The town board learned about the pros and cons of installing a wireless (internet) based fire alarm system in the fire hall and town hall. Brandon Peterson, Electric Scientific Co., appeared before the board to outline the services his company could provide the township during an interesting presentation. The town board took the information under advisement.

Reviewing the township’s correspondence, the town board:

• Approved donating $100 to the St. Louis County Fair to help pay for its 2016 event

• Learned that Gruben Holdings, LLC (Gruben’s Marina) would charge the township $250 a month, $1750 for the season (until November), for docking of fire boat No. 1 and that there would be no charge for the temporary docking of fire boat No. 2

• Approved keeping the fee the township charges for providing St. Louis County fire protection for unorganized township 63-15 at the previous rate of $8,000 per year. Township 63-15 comprises a large section of the Boundary Waters Canoe Area Wilderness, but also includes several developed properties on Mud Creek Road, north of Breitung Township

• Acknowledged the receipt of a letter from Dave Parrucci noting that he was unhappy that a recent Planning and Zoning Commission meeting had been canceled and that he had not received any communication from the township treasurer regarding his concerns about an audit of the township’s 2015 financial records

• Discussed implementing the financial procedures outlined in a letter from Irene Bright and her concerns over keeping separate the responsibilities of the clerk and treasurer in handling the township’s financial records. Bright’s recommended suggestions will move a great deal of responsibility to the clerk from the treasurer.

In other action, the town board:

• Updated township policies with tedious line item by line item votes. The vote for each individual policy was called for as individual motions by Supervisor Bassing when he was unable to find support for the entire list of policies he had drafted

• Approved paying for election training for the township clerk

• Approved repairing a culvert on the township hiking and bike trail

• Approved repairing a pothole on the Birch Point Road extension. The township is not responsible for the majority of township roads, but is responsible for this section of the Birch Point Road

• Approved donating $500 to the Joint Power Recreation Board, which provides money for youth recreational activities for Tower-Soudan area youth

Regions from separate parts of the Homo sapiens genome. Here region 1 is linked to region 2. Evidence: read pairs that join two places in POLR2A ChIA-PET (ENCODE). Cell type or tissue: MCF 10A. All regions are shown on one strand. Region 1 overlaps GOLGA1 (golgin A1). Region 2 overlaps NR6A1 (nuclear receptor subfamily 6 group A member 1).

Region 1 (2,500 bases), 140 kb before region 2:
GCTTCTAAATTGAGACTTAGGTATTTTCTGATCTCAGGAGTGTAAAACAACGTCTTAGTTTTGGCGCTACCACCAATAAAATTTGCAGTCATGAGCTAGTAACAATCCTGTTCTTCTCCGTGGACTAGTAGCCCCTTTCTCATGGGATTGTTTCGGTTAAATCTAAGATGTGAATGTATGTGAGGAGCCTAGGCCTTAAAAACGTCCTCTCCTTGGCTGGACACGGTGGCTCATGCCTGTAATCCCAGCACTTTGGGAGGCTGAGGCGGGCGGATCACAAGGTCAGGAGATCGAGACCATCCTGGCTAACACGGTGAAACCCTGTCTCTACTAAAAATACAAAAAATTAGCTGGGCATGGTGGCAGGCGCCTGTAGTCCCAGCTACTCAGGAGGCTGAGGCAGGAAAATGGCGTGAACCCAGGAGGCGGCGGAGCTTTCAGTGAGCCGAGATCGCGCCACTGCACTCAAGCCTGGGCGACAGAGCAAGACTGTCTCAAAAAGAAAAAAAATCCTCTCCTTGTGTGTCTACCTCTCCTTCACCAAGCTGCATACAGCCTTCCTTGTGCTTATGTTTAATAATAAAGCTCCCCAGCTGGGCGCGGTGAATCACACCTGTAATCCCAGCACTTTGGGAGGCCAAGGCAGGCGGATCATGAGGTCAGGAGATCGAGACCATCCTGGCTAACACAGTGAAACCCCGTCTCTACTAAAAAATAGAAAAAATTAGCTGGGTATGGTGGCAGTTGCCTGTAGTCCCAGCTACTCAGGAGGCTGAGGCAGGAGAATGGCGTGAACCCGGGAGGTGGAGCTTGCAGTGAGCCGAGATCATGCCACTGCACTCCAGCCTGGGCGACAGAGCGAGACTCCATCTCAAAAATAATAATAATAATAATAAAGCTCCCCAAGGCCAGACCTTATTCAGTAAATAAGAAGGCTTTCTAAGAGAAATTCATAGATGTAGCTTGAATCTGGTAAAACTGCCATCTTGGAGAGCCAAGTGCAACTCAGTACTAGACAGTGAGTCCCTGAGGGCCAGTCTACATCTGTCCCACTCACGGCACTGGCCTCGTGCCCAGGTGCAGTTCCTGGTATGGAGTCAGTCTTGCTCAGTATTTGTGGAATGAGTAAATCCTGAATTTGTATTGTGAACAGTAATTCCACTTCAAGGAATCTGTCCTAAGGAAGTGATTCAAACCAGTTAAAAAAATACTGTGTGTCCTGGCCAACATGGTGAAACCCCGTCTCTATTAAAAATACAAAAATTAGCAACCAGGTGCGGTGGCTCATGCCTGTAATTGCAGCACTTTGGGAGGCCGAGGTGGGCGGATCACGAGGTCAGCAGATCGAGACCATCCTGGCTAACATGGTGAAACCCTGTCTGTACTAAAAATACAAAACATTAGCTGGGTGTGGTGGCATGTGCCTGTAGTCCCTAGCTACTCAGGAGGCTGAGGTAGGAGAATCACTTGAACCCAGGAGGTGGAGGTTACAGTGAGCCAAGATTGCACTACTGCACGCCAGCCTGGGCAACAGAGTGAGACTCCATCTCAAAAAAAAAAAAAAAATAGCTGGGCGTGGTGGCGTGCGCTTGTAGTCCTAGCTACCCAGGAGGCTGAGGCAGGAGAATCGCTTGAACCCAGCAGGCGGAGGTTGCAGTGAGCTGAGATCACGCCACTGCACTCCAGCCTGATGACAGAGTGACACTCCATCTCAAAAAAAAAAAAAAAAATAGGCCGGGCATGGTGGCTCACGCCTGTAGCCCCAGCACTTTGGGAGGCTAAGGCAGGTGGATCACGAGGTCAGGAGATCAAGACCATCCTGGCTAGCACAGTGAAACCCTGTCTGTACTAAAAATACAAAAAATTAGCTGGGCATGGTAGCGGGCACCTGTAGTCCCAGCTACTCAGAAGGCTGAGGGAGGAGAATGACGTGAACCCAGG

• Passed a resolution accepting $6,500, a barbecue pit and picnic tables from the Greenwood Community Recreation Board for the pavilion project currently being constructed at the town hall

• Approved changing the proposed bronze appreciation plaque to a granite monument acknowledging donations to the pavilion project. It is expected the monument will cost about one-half the amount of the plaque

• Approved a motion appointing Supervisors Bassing and DeLuca, Larry Tahjia and Mark Drobac to the Fire Department committee investigating fire alarm systems for the fire hall and town hall. They will join Fire Chief Dave Fazio, along with firefighters Pat Trancheff, Jet Galonski and Ed Borchardt who already have been serving the township in this capacity

• Acknowledged the receipt of the Lake Vermilion area lodging tax report

• Received reports from the Planning and Zoning Director, Safety Director, Fire Department Chief, 911 Coordinator, Maintenance Director and Township Clerk

• Unanimously passed a resolution to accept a $15,000 donation from The Bois Forte Band of Minnesota Chippewa

• Approved the expenditure of funds to promote township fire safety through subsiding a portion of the costs for residents to purchase a fire extinguisher at a township wide training event to be held on June 21. Firefighter Ed Borchardt informed the board that this fire extinguisher training is an Occupational Safety and Health Administration (OSHA) requirement for all township employees and he encouraged the township to have all its employees attend.